Wednesday, 07 February 2007

In the previous GridView post, we figured out how to create a simple updating GridView without a lick of code.  But it only updated a value from a TextBox, nothing too difficult about that.  What would happen if one of the columns needed a DropDownList for editing purposes?  This is something that required code in ASP.NET 1.1. The DropDownList needed to be bound in the ItemDataBound event, and that was only for display purposes.  Updating required even more code.  Can the declarative code model handle this twist without resulting to actual -- gasp -- coding?

I'll save the suspense and admit that, in fact, it is possible to create an Editable, Updating GridView with a DropDownList  without writing any code.  Here it is.   We'll talk about the interesting bits afterwards.

    <div>
       <asp:GridView ID="GridViewDropDown" runat="server" DataSourceID="TestSqlSource" AutoGenerateEditButton="True" DataKeyNames="NameID" AutoGenerateColumns="False" >
       <Columns>
        <asp:BoundField HeaderText="Name" DataField="Name"  />

           <asp:TemplateField HeaderText="Popularity Trend">
               <EditItemTemplate>
                   <asp:DropDownList ID="PopularityTrendDropDown" runat="server"   SelectedValue='<%# Bind("PopularityID") %>' DataSourceID="PopularitySqlSource" DataTextField="Description"  DataValueField="PopularityID" ></asp:DropDownList>
                                    
               </EditItemTemplate>
               <ItemTemplate>
                   <asp:Label ID="PopularityTrendLabel" runat="server" Text='<%# Eval("Description") %>'></asp:Label>
               </ItemTemplate>
           </asp:TemplateField>
   
       </Columns>
        </asp:GridView>
        <asp:SqlDataSource ID="TestSqlSource" runat="server" ConnectionString="<%$ ConnectionStrings:TestConnectionString %>" SelectCommand="SELECT Name, NameID, PopularityID, Description FROM [BabyName] bn Left join Popularity p on bn.PopularityID = p.PopularityID" UpdateCommand="UPDATE BabyName SET Name = @Name, PopularityID = @PopularityID WHERE NameID = @NameID"  >
                   
        </asp:SqlDataSource>
         <asp:SqlDataSource ID="PopularitySqlSource" runat="Server" ConnectionString="<%$ ConnectionStrings:TestConnectionString %>" SelectCommand="SELECT PopularityID, [Description] FROM [Popularity]" >

         </asp:SqlDataSource>
 
    </div>

There are now 2 data sources, one for the GridView, and the PopularitySqlSource for the PopularityTrendDropDown. The PopularitySqlSource just provides a simple list of the possible values to display in the dropdown. TestSqlSource's SelectCommand has a new join and and an extra column, Description.  This is so that the Item template can display the user friendly text value in the label.  I was searching for a sexier way of doing this, so I didn't have to include the join and column in the statement, but heck, as long as we're polluting the aspx with SQL statements might as well use all the SQL we can.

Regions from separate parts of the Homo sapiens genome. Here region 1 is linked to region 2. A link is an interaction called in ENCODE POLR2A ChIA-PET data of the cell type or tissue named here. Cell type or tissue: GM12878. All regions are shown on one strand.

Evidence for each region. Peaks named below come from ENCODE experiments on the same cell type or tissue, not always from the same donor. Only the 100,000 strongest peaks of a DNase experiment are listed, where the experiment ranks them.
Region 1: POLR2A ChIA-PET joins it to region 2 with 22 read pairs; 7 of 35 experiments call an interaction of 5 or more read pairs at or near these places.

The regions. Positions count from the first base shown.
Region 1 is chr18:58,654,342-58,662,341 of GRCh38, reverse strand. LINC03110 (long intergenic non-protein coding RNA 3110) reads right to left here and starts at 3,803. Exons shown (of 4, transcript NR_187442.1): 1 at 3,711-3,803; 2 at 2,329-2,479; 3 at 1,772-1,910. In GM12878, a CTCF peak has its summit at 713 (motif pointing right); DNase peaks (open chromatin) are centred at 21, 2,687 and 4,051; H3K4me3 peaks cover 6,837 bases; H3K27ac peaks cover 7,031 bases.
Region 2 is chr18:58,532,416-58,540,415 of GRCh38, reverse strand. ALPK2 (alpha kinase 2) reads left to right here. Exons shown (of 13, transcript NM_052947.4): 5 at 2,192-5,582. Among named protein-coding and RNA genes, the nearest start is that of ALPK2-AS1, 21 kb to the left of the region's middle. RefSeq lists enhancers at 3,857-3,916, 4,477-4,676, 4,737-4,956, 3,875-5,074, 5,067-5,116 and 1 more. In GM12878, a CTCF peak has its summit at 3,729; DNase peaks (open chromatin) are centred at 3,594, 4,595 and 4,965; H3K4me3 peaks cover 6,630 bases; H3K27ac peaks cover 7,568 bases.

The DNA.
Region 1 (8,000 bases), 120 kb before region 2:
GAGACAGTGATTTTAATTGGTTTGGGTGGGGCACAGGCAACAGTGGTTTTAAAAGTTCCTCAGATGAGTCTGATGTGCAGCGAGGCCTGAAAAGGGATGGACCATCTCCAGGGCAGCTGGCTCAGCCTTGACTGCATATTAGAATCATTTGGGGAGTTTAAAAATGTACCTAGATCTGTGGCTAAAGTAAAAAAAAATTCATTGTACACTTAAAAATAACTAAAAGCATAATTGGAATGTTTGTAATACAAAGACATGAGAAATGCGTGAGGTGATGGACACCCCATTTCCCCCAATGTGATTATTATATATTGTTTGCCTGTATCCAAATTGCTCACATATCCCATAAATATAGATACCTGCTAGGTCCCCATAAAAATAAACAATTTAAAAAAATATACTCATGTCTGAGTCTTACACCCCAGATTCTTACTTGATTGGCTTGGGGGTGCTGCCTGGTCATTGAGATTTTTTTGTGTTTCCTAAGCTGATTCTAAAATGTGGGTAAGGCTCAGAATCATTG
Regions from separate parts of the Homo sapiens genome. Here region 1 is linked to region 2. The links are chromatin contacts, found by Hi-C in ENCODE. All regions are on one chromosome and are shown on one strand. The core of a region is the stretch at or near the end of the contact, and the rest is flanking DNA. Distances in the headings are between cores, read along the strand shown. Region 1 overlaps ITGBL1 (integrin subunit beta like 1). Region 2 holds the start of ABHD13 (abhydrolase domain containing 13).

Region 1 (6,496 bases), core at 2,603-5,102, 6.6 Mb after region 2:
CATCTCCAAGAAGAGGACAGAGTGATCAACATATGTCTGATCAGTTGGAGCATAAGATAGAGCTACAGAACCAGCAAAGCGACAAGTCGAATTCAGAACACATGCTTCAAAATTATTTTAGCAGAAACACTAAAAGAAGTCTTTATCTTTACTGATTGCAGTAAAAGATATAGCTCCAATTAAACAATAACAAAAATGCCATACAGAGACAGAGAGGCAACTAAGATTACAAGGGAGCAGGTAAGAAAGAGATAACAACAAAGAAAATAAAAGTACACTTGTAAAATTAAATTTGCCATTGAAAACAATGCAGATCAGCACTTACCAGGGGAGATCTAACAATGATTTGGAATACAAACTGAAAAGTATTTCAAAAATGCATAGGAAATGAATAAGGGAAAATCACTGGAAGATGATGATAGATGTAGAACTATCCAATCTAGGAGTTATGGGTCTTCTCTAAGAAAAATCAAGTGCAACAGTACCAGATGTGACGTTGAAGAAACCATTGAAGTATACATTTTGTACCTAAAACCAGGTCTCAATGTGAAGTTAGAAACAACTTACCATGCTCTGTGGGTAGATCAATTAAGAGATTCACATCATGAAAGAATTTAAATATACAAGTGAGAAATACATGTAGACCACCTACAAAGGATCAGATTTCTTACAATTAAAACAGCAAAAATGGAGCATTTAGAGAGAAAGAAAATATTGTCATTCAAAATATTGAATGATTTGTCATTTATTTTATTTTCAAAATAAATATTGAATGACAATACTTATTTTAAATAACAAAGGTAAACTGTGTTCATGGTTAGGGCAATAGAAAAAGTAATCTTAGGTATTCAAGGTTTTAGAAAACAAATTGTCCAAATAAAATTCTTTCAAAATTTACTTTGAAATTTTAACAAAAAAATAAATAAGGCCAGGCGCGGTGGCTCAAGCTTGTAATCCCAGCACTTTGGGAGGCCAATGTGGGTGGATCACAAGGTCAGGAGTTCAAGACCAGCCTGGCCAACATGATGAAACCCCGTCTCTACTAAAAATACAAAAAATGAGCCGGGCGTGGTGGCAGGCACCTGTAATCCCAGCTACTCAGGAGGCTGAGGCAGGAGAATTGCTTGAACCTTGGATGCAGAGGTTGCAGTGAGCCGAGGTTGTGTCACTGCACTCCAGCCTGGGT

In order to use a DropDown in the GridView, we need to stop autogenerating the columns and create a TemplateField for the column that has the DropDown.   The TemplateField has two parts: the ItemTemplate and the EditItemTemplate.  The ItemTemplate simply shows the user friendly description of the PopularityTrend.  The EditItemTemplate holds the DropDownList for selecting the proper PopularityID. Whatever is in the EditItemTemplate is what shows up when the user clicks on the Edit button.

There is a little bit of data binding script syntax needed to properly bind the underlying values into the controls.  For the DropDownList we bind the SelectedValue to the PopularityID...

SelectedValue='<%# Bind("PopularityID") %>'

The bit bewteen <%# and %> is actually a call to the Bind method which sets up the control to do two-way binding so that it can keep track of updates.  This is used behind the scenes for the BoundField too.  Technically this is coding, but since we are not creating a separate code file or breaking out the <script> tags, we'll ignore it.

Similarly the Text property of the label is bound using the Eval method. 

Text='<%# Eval("Description") %>'

The difference between Eval and Bind, is that Eval is a read-only binding, it can't be used to update the underlying datasource.

So all that is needed to create a GridView that uses a DropDownList to edit a column value is:

  1. A TemplateField to hold the DropDown when a row is being edited, and a label when it is not
  2. A DataSource for the list portion of the DropDown control
  3. A little extra SQL to get the friendly description for the label
  4. A wee bit of binding code syntax

So, still no code, but our GridView and DataSource declarations are getting heftier.  Probably still slimmer than the analogous code, but not nearly as compact as the simple GridView from the previous example.

Actually, if there were a DropDownField available the declarative syntax could be almost as slim as it was for the simple GridView.  I'm surprised that there wasn't a DropDownField class created for ASP.NET 2.0 given their frequent use for editing grid columns.  I'm sure someone has created one (or is is creating one) that could be added in. Could be a fun little project.

Next time, we'll see if we can add in multi-row editing without code.  I have my doubts.

 

 

Wednesday, 07 February 2007 23:20:59 (Eastern Standard Time, UTC-05:00)   #     Comments [0]  | 

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